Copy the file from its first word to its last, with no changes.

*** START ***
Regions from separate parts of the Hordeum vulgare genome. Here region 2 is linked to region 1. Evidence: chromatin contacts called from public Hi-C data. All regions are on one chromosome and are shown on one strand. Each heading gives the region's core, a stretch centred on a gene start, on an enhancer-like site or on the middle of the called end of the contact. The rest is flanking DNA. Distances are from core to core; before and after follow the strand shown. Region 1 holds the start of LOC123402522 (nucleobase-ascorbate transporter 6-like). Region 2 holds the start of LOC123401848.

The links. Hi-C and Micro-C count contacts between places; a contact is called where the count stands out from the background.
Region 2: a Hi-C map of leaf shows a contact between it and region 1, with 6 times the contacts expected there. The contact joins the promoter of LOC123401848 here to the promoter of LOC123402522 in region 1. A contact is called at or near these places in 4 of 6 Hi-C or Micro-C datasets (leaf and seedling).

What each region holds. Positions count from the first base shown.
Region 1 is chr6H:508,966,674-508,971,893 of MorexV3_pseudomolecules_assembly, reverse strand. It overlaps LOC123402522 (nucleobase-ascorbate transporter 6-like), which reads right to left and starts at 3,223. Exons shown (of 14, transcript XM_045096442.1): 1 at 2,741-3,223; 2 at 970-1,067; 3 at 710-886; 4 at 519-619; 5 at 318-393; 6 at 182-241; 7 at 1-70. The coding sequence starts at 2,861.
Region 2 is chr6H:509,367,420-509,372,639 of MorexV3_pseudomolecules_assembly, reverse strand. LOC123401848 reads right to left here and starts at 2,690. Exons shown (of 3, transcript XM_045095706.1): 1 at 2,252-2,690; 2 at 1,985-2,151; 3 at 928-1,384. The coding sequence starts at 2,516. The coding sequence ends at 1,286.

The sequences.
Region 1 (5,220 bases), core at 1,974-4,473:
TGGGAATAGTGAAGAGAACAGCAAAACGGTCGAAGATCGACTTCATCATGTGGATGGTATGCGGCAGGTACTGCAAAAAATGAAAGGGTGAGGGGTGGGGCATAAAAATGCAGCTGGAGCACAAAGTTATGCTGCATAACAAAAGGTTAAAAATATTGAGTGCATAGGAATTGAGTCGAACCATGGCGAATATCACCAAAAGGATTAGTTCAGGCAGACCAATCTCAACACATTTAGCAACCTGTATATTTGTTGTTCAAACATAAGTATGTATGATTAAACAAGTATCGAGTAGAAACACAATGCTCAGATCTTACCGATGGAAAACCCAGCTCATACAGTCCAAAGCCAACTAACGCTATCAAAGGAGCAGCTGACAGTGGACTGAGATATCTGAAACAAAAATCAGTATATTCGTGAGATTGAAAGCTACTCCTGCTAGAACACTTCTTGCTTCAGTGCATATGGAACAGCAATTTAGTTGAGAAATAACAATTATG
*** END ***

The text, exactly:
Regions from separate parts of the Hordeum vulgare genome. Here region 2 is linked to region 1. Evidence: chromatin contacts called from public Hi-C data. All regions are on one chromosome and are shown on one strand. Each heading gives the region's core, a stretch centred on a gene start, on an enhancer-like site or on the middle of the called end of the contact. The rest is flanking DNA. Distances are from core to core; before and after follow the strand shown. Region 1 holds the start of LOC123402522 (nucleobase-ascorbate transporter 6-like). Region 2 holds the start of LOC123401848.

The links. Hi-C and Micro-C count contacts between places; a contact is called where the count stands out from the background.
Region 2: a Hi-C map of leaf shows a contact between it and region 1, with 6 times the contacts expected there. The contact joins the promoter of LOC123401848 here to the promoter of LOC123402522 in region 1. A contact is called at or near these places in 4 of 6 Hi-C or Micro-C datasets (leaf and seedling).

What each region holds. Positions count from the first base shown.
Region 1 is chr6H:508,966,674-508,971,893 of MorexV3_pseudomolecules_assembly, reverse strand. It overlaps LOC123402522 (nucleobase-ascorbate transporter 6-like), which reads right to left and starts at 3,223. Exons shown (of 14, transcript XM_045096442.1): 1 at 2,741-3,223; 2 at 970-1,067; 3 at 710-886; 4 at 519-619; 5 at 318-393; 6 at 182-241; 7 at 1-70. The coding sequence starts at 2,861.
Region 2 is chr6H:509,367,420-509,372,639 of MorexV3_pseudomolecules_assembly, reverse strand. LOC123401848 reads right to left here and starts at 2,690. Exons shown (of 3, transcript XM_045095706.1): 1 at 2,252-2,690; 2 at 1,985-2,151; 3 at 928-1,384. The coding sequence starts at 2,516. The coding sequence ends at 1,286.

The sequences.
Region 1 (5,220 bases), core at 1,974-4,473:
TGGGAATAGTGAAGAGAACAGCAAAACGGTCGAAGATCGACTTCATCATGTGGATGGTATGCGGCAGGTACTGCAAAAAATGAAAGGGTGAGGGGTGGGGCATAAAAATGCAGCTGGAGCACAAAGTTATGCTGCATAACAAAAGGTTAAAAATATTGAGTGCATAGGAATTGAGTCGAACCATGGCGAATATCACCAAAAGGATTAGTTCAGGCAGACCAATCTCAACACATTTAGCAACCTGTATATTTGTTGTTCAAACATAAGTATGTATGATTAAACAAGTATCGAGTAGAAACACAATGCTCAGATCTTACCGATGGAAAACCCAGCTCATACAGTCCAAAGCCAACTAACGCTATCAAAGGAGCAGCTGACAGTGGACTGAGATATCTGAAACAAAAATCAGTATATTCGTGAGATTGAAAGCTACTCCTGCTAGAACACTTCTTGCTTCAGTGCATATGGAACAGCAATTTAGTTGAGAAATAACAATTATG